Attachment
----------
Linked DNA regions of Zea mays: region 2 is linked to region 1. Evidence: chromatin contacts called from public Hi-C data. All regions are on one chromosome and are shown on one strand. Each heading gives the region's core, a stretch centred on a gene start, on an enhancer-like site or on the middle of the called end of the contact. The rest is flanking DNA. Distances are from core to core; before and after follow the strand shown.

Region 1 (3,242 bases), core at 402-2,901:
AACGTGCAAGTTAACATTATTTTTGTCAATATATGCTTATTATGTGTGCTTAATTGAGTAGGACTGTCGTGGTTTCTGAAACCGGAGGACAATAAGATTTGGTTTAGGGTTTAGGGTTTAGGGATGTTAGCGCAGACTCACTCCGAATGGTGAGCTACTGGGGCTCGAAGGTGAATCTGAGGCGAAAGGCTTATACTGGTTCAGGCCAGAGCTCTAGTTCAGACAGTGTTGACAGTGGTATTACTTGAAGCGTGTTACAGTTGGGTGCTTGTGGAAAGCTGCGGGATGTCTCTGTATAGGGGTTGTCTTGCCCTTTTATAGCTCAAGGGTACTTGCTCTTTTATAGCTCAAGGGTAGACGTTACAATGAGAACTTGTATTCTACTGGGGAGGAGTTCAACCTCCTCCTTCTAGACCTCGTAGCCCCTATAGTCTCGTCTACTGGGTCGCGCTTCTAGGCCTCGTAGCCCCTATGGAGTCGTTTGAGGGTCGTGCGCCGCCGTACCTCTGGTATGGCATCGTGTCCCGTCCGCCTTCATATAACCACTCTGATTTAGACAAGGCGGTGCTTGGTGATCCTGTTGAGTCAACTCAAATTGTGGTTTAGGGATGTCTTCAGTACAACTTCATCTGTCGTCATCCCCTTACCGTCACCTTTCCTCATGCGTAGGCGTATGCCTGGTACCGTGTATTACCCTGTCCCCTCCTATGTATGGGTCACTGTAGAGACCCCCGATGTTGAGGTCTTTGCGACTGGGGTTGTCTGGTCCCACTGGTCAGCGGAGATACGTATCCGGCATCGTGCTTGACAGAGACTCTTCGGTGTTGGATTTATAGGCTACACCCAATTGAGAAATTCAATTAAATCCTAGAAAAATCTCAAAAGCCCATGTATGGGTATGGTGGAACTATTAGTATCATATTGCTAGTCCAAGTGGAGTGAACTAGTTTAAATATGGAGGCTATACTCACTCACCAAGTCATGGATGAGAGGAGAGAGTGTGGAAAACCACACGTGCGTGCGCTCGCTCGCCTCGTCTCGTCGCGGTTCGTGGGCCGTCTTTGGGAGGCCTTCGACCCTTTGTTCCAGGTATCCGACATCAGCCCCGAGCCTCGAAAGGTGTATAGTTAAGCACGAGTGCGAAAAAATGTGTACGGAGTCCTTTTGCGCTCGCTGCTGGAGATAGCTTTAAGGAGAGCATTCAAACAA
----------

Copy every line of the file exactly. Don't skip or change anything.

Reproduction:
Linked DNA regions of Zea mays: region 2 is linked to region 1. Evidence: chromatin contacts called from public Hi-C data. All regions are on one chromosome and are shown on one strand. Each heading gives the region's core, a stretch centred on a gene start, on an enhancer-like site or on the middle of the called end of the contact. The rest is flanking DNA. Distances are from core to core; before and after follow the strand shown.

Region 1 (3,242 bases), core at 402-2,901:
AACGTGCAAGTTAACATTATTTTTGTCAATATATGCTTATTATGTGTGCTTAATTGAGTAGGACTGTCGTGGTTTCTGAAACCGGAGGACAATAAGATTTGGTTTAGGGTTTAGGGTTTAGGGATGTTAGCGCAGACTCACTCCGAATGGTGAGCTACTGGGGCTCGAAGGTGAATCTGAGGCGAAAGGCTTATACTGGTTCAGGCCAGAGCTCTAGTTCAGACAGTGTTGACAGTGGTATTACTTGAAGCGTGTTACAGTTGGGTGCTTGTGGAAAGCTGCGGGATGTCTCTGTATAGGGGTTGTCTTGCCCTTTTATAGCTCAAGGGTACTTGCTCTTTTATAGCTCAAGGGTAGACGTTACAATGAGAACTTGTATTCTACTGGGGAGGAGTTCAACCTCCTCCTTCTAGACCTCGTAGCCCCTATAGTCTCGTCTACTGGGTCGCGCTTCTAGGCCTCGTAGCCCCTATGGAGTCGTTTGAGGGTCGTGCGCCGCCGTACCTCTGGTATGGCATCGTGTCCCGTCCGCCTTCATATAACCACTCTGATTTAGACAAGGCGGTGCTTGGTGATCCTGTTGAGTCAACTCAAATTGTGGTTTAGGGATGTCTTCAGTACAACTTCATCTGTCGTCATCCCCTTACCGTCACCTTTCCTCATGCGTAGGCGTATGCCTGGTACCGTGTATTACCCTGTCCCCTCCTATGTATGGGTCACTGTAGAGACCCCCGATGTTGAGGTCTTTGCGACTGGGGTTGTCTGGTCCCACTGGTCAGCGGAGATACGTATCCGGCATCGTGCTTGACAGAGACTCTTCGGTGTTGGATTTATAGGCTACACCCAATTGAGAAATTCAATTAAATCCTAGAAAAATCTCAAAAGCCCATGTATGGGTATGGTGGAACTATTAGTATCATATTGCTAGTCCAAGTGGAGTGAACTAGTTTAAATATGGAGGCTATACTCACTCACCAAGTCATGGATGAGAGGAGAGAGTGTGGAAAACCACACGTGCGTGCGCTCGCTCGCCTCGTCTCGTCGCGGTTCGTGGGCCGTCTTTGGGAGGCCTTCGACCCTTTGTTCCAGGTATCCGACATCAGCCCCGAGCCTCGAAAGGTGTATAGTTAAGCACGAGTGCGAAAAAATGTGTACGGAGTCCTTTTGCGCTCGCTGCTGGAGATAGCTTTAAGGAGAGCATTCAAACAA